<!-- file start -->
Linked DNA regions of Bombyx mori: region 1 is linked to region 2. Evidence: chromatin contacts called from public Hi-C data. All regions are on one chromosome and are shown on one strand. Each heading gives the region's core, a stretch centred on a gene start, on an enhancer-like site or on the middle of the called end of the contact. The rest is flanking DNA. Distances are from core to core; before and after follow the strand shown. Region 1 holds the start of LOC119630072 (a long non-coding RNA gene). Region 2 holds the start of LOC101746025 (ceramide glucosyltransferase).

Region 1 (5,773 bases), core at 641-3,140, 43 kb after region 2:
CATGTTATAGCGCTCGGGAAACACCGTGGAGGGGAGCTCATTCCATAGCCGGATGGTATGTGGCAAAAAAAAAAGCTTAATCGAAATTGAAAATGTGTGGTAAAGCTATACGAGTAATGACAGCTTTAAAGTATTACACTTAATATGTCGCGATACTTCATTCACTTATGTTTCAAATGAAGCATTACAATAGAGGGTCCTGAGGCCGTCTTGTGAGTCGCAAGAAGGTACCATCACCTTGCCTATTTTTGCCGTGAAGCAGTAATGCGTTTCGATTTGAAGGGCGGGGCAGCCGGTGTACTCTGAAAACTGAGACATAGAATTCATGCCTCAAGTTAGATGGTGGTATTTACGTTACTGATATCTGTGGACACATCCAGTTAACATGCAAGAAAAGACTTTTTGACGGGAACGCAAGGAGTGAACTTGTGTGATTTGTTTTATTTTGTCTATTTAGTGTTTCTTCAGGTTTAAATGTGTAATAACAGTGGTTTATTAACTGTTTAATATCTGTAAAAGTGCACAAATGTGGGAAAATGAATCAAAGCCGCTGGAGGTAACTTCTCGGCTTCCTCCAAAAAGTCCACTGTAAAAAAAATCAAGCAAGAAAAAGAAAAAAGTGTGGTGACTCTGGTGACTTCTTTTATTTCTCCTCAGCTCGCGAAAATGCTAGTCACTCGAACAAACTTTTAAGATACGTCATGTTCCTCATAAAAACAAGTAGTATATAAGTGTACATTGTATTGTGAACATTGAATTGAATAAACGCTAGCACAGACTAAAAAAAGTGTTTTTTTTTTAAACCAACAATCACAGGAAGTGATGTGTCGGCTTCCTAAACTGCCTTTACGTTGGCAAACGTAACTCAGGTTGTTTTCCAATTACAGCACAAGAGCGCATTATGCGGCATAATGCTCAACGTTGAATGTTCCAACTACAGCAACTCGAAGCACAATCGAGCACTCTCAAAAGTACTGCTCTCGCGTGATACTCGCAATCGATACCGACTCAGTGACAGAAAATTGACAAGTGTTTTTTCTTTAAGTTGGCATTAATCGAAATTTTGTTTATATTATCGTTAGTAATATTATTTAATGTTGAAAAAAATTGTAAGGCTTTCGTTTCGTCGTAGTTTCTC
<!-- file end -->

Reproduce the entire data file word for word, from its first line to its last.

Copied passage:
Linked DNA regions of Bombyx mori: region 1 is linked to region 2. Evidence: chromatin contacts called from public Hi-C data. All regions are on one chromosome and are shown on one strand. Each heading gives the region's core, a stretch centred on a gene start, on an enhancer-like site or on the middle of the called end of the contact. The rest is flanking DNA. Distances are from core to core; before and after follow the strand shown. Region 1 holds the start of LOC119630072 (a long non-coding RNA gene). Region 2 holds the start of LOC101746025 (ceramide glucosyltransferase).

Region 1 (5,773 bases), core at 641-3,140, 43 kb after region 2:
CATGTTATAGCGCTCGGGAAACACCGTGGAGGGGAGCTCATTCCATAGCCGGATGGTATGTGGCAAAAAAAAAAGCTTAATCGAAATTGAAAATGTGTGGTAAAGCTATACGAGTAATGACAGCTTTAAAGTATTACACTTAATATGTCGCGATACTTCATTCACTTATGTTTCAAATGAAGCATTACAATAGAGGGTCCTGAGGCCGTCTTGTGAGTCGCAAGAAGGTACCATCACCTTGCCTATTTTTGCCGTGAAGCAGTAATGCGTTTCGATTTGAAGGGCGGGGCAGCCGGTGTACTCTGAAAACTGAGACATAGAATTCATGCCTCAAGTTAGATGGTGGTATTTACGTTACTGATATCTGTGGACACATCCAGTTAACATGCAAGAAAAGACTTTTTGACGGGAACGCAAGGAGTGAACTTGTGTGATTTGTTTTATTTTGTCTATTTAGTGTTTCTTCAGGTTTAAATGTGTAATAACAGTGGTTTATTAACTGTTTAATATCTGTAAAAGTGCACAAATGTGGGAAAATGAATCAAAGCCGCTGGAGGTAACTTCTCGGCTTCCTCCAAAAAGTCCACTGTAAAAAAAATCAAGCAAGAAAAAGAAAAAAGTGTGGTGACTCTGGTGACTTCTTTTATTTCTCCTCAGCTCGCGAAAATGCTAGTCACTCGAACAAACTTTTAAGATACGTCATGTTCCTCATAAAAACAAGTAGTATATAAGTGTACATTGTATTGTGAACATTGAATTGAATAAACGCTAGCACAGACTAAAAAAAGTGTTTTTTTTTTAAACCAACAATCACAGGAAGTGATGTGTCGGCTTCCTAAACTGCCTTTACGTTGGCAAACGTAACTCAGGTTGTTTTCCAATTACAGCACAAGAGCGCATTATGCGGCATAATGCTCAACGTTGAATGTTCCAACTACAGCAACTCGAAGCACAATCGAGCACTCTCAAAAGTACTGCTCTCGCGTGATACTCGCAATCGATACCGACTCAGTGACAGAAAATTGACAAGTGTTTTTTCTTTAAGTTGGCATTAATCGAAATTTTGTTTATATTATCGTTAGTAATATTATTTAATGTTGAAAAAAATTGTAAGGCTTTCGTTTCGTCGTAGTTTCTC